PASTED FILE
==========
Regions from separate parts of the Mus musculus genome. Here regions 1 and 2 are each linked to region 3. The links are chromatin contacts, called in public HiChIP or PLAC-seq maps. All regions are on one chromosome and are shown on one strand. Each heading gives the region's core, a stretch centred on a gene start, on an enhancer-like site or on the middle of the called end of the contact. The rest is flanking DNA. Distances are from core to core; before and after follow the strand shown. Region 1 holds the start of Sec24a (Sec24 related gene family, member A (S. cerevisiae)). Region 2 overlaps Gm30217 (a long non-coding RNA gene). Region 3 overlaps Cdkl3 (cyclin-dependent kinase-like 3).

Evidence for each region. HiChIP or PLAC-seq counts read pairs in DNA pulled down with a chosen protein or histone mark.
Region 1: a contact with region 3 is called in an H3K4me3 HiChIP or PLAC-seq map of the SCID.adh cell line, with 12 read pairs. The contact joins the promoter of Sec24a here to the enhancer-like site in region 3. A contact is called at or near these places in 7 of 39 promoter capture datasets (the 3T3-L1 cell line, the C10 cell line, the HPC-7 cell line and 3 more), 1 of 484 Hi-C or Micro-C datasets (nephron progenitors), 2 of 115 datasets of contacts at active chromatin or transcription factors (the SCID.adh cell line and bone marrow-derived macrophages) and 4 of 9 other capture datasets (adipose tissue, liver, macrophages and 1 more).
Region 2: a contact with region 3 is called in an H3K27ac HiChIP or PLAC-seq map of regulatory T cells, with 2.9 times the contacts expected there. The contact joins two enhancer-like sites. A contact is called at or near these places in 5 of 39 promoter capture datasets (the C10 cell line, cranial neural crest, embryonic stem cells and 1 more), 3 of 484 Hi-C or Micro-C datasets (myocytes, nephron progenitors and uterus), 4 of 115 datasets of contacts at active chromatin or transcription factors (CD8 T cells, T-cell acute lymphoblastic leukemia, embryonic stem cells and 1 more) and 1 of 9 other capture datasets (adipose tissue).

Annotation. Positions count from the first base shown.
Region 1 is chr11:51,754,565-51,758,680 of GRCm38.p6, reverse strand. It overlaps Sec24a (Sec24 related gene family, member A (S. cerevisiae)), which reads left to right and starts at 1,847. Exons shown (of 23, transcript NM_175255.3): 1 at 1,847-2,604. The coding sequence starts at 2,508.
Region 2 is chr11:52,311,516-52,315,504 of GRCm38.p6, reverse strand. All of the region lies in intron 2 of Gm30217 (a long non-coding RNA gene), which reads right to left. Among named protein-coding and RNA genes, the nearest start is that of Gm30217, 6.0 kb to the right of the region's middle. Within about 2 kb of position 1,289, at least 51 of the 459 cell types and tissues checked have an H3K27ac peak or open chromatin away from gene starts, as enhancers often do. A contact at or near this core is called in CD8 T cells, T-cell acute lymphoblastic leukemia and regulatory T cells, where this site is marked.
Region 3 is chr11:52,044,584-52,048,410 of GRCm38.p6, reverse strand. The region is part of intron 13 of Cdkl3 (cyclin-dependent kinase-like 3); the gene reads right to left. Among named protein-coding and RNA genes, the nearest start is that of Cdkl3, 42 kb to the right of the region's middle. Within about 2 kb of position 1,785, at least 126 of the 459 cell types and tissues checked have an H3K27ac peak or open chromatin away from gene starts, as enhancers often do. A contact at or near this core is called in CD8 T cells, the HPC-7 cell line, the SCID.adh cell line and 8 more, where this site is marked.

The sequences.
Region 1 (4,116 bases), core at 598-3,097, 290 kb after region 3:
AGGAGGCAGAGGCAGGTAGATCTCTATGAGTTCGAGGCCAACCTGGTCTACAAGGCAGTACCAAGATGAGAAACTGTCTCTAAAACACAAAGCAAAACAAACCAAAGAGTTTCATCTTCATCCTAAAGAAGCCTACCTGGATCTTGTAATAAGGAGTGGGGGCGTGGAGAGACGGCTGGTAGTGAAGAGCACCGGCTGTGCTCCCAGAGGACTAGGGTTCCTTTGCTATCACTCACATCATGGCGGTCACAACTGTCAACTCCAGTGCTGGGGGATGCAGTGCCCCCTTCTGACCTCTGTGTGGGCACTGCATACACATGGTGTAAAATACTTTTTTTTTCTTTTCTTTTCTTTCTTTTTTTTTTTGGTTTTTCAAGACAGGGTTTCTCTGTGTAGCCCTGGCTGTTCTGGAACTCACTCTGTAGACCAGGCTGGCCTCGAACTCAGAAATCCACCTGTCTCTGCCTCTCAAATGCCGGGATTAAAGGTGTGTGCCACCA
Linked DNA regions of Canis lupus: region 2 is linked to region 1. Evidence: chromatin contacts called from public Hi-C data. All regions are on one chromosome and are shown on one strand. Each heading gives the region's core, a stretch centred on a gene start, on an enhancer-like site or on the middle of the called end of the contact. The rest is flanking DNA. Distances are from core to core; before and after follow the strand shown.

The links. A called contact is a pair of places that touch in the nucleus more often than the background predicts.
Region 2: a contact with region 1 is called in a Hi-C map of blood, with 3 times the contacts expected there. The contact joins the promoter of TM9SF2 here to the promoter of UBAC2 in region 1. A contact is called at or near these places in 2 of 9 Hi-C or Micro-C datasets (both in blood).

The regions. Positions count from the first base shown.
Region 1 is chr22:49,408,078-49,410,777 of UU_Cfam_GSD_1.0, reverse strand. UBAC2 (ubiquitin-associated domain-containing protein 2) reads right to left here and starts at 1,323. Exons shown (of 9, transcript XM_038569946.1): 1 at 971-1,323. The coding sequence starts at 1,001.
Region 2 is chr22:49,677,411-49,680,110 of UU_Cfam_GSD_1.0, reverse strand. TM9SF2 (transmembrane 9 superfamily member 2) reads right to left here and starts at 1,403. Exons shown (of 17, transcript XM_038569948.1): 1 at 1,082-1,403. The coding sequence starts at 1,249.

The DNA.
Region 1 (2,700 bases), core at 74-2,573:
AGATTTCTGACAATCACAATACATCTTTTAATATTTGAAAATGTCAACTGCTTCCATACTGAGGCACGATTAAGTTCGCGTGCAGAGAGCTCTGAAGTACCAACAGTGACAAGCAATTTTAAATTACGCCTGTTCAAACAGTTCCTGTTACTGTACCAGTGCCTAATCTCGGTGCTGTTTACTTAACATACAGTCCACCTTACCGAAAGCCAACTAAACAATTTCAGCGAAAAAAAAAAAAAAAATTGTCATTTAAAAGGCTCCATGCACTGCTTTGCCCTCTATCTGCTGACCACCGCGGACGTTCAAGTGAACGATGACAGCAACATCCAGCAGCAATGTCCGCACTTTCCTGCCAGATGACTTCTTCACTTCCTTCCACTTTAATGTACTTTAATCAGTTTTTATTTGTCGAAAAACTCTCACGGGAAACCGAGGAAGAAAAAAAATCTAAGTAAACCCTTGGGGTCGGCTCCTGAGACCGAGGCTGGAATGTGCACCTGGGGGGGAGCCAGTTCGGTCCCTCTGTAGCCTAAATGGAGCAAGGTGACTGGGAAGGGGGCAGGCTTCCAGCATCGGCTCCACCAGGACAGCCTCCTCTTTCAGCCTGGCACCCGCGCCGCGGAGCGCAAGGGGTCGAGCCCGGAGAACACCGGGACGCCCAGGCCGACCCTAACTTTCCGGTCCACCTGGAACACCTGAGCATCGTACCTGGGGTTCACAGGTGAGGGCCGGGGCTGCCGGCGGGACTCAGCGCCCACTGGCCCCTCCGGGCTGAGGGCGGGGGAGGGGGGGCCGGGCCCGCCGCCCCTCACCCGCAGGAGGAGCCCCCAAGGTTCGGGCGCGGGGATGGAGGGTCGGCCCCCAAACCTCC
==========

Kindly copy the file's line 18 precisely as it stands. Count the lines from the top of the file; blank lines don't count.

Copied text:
The DNA.